He suggests that the United States could create and begin issuing humanitarian visas that allow people at risk to enter the United States with legal status. This would take them completely away from the precarious migratory trail and prevent the enrichment and empowerment of the criminal networks that destabilize life in Mexico (creating another push factor for migration to the United States).

With the likelihood that migration to the U.S. border will only increase before conditions stabilize in other countries in North and South America, U.S. officials must consolidate existing structures and create new ones.

But nothing will change until Congress makes sweeping immigration reform, which has been rotting since 2013, a bipartisan priority.

“Our legal immigration system … has not been overhauled for 55 years,” Kerwin points out. “We haven’t had a major legalization program since 1986.”

The last attempt to revise immigration policy was pushed back on September 19, the same day of the confrontation in Del Rio, when the Senate parliamentarian ruled that immigration reform legislation could not be included in a recent budget reconciliation package.

As an autonomous politician who will now have to make his way in Congress, the Biden administration U.S. Citizenship Act would revitalize immigration policy and include provisions to substantially respond to the current migration press from Guatemala, El Salvador and Honduras.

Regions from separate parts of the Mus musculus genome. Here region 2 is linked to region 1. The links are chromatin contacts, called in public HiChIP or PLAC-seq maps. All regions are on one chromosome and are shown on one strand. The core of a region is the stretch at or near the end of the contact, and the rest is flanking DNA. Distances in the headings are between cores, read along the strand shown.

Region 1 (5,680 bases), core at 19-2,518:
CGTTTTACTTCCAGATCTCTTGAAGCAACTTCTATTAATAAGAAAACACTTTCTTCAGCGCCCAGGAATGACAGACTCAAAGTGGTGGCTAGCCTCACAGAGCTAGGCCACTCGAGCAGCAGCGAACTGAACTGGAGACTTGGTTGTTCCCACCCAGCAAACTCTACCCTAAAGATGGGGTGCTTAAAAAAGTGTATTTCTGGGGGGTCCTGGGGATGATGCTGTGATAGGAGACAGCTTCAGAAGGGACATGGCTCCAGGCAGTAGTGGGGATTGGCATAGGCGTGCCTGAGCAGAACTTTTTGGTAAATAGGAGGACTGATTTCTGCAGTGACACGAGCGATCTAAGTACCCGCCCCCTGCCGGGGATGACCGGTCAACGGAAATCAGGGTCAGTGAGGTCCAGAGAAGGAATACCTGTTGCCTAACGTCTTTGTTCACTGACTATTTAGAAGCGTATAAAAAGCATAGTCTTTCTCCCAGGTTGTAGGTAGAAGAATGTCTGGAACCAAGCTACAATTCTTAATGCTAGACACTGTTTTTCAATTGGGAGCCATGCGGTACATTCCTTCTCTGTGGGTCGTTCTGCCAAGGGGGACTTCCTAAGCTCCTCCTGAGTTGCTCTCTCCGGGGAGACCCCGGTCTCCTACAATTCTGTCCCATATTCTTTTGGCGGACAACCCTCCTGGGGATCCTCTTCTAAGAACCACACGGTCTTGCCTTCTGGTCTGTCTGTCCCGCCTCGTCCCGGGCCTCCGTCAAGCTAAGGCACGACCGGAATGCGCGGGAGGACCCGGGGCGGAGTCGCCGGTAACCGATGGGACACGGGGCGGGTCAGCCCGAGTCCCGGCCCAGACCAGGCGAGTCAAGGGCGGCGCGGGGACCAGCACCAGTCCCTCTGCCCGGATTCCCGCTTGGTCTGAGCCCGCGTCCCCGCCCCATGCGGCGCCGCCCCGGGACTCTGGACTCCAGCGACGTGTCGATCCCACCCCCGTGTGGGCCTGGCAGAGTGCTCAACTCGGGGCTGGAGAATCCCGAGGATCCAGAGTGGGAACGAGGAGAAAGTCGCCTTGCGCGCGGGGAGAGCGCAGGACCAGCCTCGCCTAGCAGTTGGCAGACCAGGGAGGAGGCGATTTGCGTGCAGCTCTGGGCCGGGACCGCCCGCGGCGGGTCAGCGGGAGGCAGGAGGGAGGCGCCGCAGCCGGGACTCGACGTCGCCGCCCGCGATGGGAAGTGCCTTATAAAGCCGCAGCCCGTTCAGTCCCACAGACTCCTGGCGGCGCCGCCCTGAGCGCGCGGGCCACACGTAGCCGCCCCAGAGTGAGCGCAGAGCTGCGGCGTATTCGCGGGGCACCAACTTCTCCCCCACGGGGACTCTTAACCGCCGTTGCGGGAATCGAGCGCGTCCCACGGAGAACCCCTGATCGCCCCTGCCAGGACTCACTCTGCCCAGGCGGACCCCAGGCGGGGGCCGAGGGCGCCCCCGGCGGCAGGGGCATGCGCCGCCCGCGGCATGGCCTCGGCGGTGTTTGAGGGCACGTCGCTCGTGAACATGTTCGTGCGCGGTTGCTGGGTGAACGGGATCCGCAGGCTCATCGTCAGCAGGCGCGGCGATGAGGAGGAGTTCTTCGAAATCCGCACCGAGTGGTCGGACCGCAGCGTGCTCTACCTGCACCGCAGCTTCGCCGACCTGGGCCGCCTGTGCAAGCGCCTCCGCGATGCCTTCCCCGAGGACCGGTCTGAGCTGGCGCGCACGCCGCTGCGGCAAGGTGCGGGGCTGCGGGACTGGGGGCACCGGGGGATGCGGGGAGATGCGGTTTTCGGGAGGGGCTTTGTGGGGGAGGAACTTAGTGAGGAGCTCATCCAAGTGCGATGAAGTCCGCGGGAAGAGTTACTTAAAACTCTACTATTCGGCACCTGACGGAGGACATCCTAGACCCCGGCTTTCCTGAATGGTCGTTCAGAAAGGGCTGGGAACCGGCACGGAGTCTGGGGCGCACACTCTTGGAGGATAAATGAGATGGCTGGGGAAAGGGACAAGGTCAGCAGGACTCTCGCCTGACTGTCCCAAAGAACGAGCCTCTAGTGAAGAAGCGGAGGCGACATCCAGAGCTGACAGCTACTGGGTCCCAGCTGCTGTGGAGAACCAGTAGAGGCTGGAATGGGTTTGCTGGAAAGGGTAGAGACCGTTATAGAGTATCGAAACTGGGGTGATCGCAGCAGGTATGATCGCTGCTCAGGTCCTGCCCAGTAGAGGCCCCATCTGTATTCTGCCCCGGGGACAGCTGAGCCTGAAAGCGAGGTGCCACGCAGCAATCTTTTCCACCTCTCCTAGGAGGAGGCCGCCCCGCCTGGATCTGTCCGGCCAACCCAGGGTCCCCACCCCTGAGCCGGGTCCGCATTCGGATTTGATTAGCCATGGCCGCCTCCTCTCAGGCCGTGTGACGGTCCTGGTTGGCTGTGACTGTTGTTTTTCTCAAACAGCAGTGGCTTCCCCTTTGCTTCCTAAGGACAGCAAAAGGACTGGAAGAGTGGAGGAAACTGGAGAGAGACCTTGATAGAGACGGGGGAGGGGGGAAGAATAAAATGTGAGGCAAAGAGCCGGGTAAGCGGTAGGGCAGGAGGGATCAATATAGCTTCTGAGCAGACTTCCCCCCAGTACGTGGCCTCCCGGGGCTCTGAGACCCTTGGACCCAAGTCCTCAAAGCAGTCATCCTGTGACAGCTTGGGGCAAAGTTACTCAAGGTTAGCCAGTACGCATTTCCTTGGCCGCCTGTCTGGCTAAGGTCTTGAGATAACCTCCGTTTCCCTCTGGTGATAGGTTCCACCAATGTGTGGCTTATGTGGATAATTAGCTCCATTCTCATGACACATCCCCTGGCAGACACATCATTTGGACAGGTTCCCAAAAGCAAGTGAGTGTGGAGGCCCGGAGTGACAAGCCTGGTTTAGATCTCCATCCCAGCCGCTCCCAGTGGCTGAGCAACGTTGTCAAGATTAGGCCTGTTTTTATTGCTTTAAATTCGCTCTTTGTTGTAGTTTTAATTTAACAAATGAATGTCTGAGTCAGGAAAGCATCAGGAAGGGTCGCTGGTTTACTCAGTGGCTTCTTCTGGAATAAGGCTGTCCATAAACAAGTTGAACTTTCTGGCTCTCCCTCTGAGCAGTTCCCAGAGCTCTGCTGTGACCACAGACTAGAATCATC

It would also create “the largest legalization program in US history for people who are already here, and that would be a positive thing, of course, in itself,” said Mr Kerwin, who in turn would create “other legal opportunities for people to be admitted.”

But for all the outrage and finesse this week over immigration, there seems little reason to hope that the 117th Congress will break a long-term trend of inaction. Immigration, says Kerwin, remains “a politically controversial issue, unfortunately.”

There are many better solutions and models to choose from, says Kerwin, which lead to a more just, orderly and humane alternative to the current system. Congress need only approve them.